When you look at a giant Great Dane or Mastiff, then you look at a Chihuahua or a Pomeranian, it is hard to believe they are all the same species of animal. It is even harder to believe that these lovable and loyal companions – man’s best friends –are all descendants of the maligned grey wolf – the same wolf that is the villain of our best-known fairytales. Dogs have the most variance in size, appearance, shape, and disposition of any other mammal, from the rough and tough bulldog to the pampered poodle, and from the shaggy sheepdog to the hairless dog breeds of Mexico and Peru. Currently, the American Kennel Club recognizes at least 175 different, distinct breeds of dogs, with many more hoping to one day make the AKC list. And more breeds are being developed. In fact, humans have been toying with canine genetics for hundreds of years, cross-breeding until desirable traits are established and creating canines as small as the three and a half pound toy rat terrier and as large as the 150 pound Newfoundland. Geneticists studying the mitochondrial DNA of dogs have determined that all domestic dogs – the small and the tall – trace their heritage back to the gray wolf along a single line of lineage. This means that the domestication of the grey wolf was a one-time event that resulted in the creation of man’s best friend and, in turn, the test subject for thousands of years of genetic experiments that results in the variety of pooches we see today.
Most scientists today agree that the entire dog species, Canis lupus familiaris, originated from a single source, the Central Asia’s grey wolf, or Canis lupus. Moreover, studies into the mitochondrial DNA by researchers at the Royal Institute of Technology in Stockholm have led to an interesting and almost unbelievable concept…that the domestication of the wolf was not a wide-spread practice. In fact, all of the dogs on Earth today can trace their lineage back to one specific grey wolf that became the companion of humans. Had numerous wolves in several different regions been domesticated at various points in history, the researchers would have been able to uncover more than one lineage.
Early man most likely used selective breeding to produce dogs that were best suited for their particular needs, like calm, easy-going dogs that were not aggressive towards its owners or dogs that would bark to warn of threats to the owner or his property. Although these early dog breeders can hardly be called geneticists, they did alter the genes of the grey wolves by breeding for specific traits and set into motion the groundwork for to vast array of dog modern breeds. By tinkering with the natural traits of the grey wolf, humans were able to produce puppies with traits that were more pronounced or less prominent than the parent animal, then cross-breed those puppies to pull out those characteristics even more. The result was a textbook example of the power of selective breeding and the rapid diversification of a species that served as a basis for understanding evolution and genetics. Shoosh, even Darwin noted the ways that humans have tampered with the genetics of dogs and used it as support for the theories of evolution he put forth in his groundbreaking work, On the Origin of Species.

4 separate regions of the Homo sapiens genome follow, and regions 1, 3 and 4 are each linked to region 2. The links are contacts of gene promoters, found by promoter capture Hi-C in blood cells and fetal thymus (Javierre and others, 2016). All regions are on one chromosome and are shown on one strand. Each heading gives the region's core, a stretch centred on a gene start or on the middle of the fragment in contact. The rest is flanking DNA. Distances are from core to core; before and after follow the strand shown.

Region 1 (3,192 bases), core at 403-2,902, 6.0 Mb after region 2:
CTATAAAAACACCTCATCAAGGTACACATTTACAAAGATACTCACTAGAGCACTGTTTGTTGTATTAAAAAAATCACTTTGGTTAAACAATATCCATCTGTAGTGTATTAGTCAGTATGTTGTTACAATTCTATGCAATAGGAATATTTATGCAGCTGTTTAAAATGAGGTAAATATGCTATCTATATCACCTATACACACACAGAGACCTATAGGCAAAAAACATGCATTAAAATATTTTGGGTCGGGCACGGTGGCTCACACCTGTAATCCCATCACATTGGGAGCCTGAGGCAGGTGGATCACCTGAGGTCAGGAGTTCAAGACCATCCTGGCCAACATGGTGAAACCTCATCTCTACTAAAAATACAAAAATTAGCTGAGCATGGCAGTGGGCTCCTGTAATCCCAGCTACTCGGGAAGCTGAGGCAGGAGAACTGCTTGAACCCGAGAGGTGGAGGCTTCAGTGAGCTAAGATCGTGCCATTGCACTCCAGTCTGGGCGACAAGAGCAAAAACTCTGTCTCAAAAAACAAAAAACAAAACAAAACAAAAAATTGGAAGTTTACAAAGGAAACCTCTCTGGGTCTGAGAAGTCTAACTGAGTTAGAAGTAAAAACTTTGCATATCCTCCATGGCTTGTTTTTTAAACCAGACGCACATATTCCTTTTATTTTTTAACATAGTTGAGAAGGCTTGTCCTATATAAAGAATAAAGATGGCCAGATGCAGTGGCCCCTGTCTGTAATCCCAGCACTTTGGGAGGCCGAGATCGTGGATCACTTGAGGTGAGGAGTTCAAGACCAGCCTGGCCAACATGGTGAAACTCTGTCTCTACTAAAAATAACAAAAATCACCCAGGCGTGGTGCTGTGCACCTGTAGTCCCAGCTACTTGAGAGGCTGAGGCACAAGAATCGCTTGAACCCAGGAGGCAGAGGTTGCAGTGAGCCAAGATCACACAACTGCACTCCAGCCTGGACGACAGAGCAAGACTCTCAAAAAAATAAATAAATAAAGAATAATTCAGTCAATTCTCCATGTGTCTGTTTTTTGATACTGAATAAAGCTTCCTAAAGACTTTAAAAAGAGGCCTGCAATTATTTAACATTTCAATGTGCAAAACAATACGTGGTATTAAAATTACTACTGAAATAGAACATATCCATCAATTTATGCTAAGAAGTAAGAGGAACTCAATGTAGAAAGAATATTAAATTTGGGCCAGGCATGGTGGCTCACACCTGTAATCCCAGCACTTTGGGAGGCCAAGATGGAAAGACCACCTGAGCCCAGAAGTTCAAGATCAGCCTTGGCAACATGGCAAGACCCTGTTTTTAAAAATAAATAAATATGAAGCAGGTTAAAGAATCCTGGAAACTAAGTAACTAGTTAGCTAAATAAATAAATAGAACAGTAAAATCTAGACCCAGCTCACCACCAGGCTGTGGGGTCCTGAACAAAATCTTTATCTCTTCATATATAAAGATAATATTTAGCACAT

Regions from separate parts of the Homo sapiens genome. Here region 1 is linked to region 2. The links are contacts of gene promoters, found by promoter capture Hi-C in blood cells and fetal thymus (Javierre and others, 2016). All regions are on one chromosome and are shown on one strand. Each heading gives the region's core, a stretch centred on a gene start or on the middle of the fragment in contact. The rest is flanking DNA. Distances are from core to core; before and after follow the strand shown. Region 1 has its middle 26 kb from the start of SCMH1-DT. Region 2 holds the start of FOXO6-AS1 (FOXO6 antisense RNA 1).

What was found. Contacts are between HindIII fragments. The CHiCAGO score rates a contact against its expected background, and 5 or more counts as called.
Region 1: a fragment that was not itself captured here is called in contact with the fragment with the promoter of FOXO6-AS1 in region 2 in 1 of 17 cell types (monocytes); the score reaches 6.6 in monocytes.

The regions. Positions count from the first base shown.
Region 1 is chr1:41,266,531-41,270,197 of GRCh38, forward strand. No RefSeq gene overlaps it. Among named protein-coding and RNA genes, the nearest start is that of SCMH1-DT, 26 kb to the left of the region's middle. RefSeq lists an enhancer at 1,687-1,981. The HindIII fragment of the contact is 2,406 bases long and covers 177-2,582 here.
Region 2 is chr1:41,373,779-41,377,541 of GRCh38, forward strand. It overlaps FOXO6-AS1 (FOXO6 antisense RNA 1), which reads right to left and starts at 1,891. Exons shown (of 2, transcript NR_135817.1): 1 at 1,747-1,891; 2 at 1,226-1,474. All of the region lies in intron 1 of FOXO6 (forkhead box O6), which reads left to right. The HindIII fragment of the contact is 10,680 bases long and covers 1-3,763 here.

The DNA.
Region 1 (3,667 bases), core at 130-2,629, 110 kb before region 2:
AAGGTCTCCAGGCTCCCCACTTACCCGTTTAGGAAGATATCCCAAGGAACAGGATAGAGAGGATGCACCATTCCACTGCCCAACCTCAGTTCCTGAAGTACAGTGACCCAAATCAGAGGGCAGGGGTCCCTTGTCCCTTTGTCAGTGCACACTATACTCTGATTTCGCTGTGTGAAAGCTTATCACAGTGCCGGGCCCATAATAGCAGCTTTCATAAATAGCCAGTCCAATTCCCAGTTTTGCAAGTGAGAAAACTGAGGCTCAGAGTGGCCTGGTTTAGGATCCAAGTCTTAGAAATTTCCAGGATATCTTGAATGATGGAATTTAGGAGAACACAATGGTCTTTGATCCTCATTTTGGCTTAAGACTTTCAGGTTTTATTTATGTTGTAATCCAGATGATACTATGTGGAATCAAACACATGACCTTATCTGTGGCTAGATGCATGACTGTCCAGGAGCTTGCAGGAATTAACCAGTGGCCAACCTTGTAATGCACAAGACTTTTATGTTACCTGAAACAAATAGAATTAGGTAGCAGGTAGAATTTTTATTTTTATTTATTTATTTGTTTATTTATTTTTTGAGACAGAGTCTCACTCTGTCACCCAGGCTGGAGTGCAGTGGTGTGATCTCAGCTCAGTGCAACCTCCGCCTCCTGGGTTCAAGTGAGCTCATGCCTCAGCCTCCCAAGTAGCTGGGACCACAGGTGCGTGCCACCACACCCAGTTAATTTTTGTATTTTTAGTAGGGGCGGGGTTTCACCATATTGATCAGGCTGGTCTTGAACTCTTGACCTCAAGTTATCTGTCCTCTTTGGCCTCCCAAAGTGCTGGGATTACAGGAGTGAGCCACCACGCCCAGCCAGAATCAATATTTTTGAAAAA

Even though humans first domesticated the grey wolf to create a dog a long time ago – between 14,000 and 17,000 years ago, according to scientists – the majority of dog breeds are only a few centuries old. Dog breeding really ramped up in the 1800s, coinciding with the establishment of specific dog breed standards, dog shows, and breed clubs. As domesticated dogs spread across the globe, natural mutations attributed to diet and climate also occurred, increasing the size and diversity of the animal. The World Canine Federation recognized about 340 different dog breeds, but the recognition of breeds and the specific breed standards vary from nation to nation.
Today’s dog breeders are continuing to toy with the genetics of man’s best friend, creating so-called designer dogs by crossing popular breeds. For example, a cross between a Labrador and a poodle is known as a labradoodle, while a mix of a Pomeranian and a Chihuahua is called a pomchi. These designer dogs are adding to the ever-evolving gene pool of the modern dog.
Even as early humans and modern-day dog breeders modified and reshaped the outward appear of the grey wolf to produce dogs of all colors and sizes, the structure of the species hasn’t changed. Domesticated dogs, Canis lupus familiaris, remain a subspecies of the Canis lupus. That means that, despite the size variances and the domestication of modern dogs, they are still able to breed with wolves. This may demonstrate a limitation on man’s ability to accelerate and direct evolution through selective breeding. Humans may be able to change the appearance and disposition of an animal, but beneath the russet fur of an Irish setter, the wrinkles skin of a shar-pei, or the elongated ears of the basset hound, the species remains unchanged. A dog by any other name is still a wolf at heart.
Melina, Remy. “The Incredible Explosion of Dog Breeds.” LiveScience; 5 Aug. 2010. Web. 15 Jan. 2018.
Swaminathan, Nikhil. “Why Are Different Breeds of Dogs All Considered the Same Species?” Scientific American, 5 Mar. 2008. Web. 15 Jan. 2018.
Wilcox, Christie. “Evolution: The Curious Case of Dogs.” Observations of a Nerd blog, 26 Jan. 2010. Web. 15 Jan. 2018.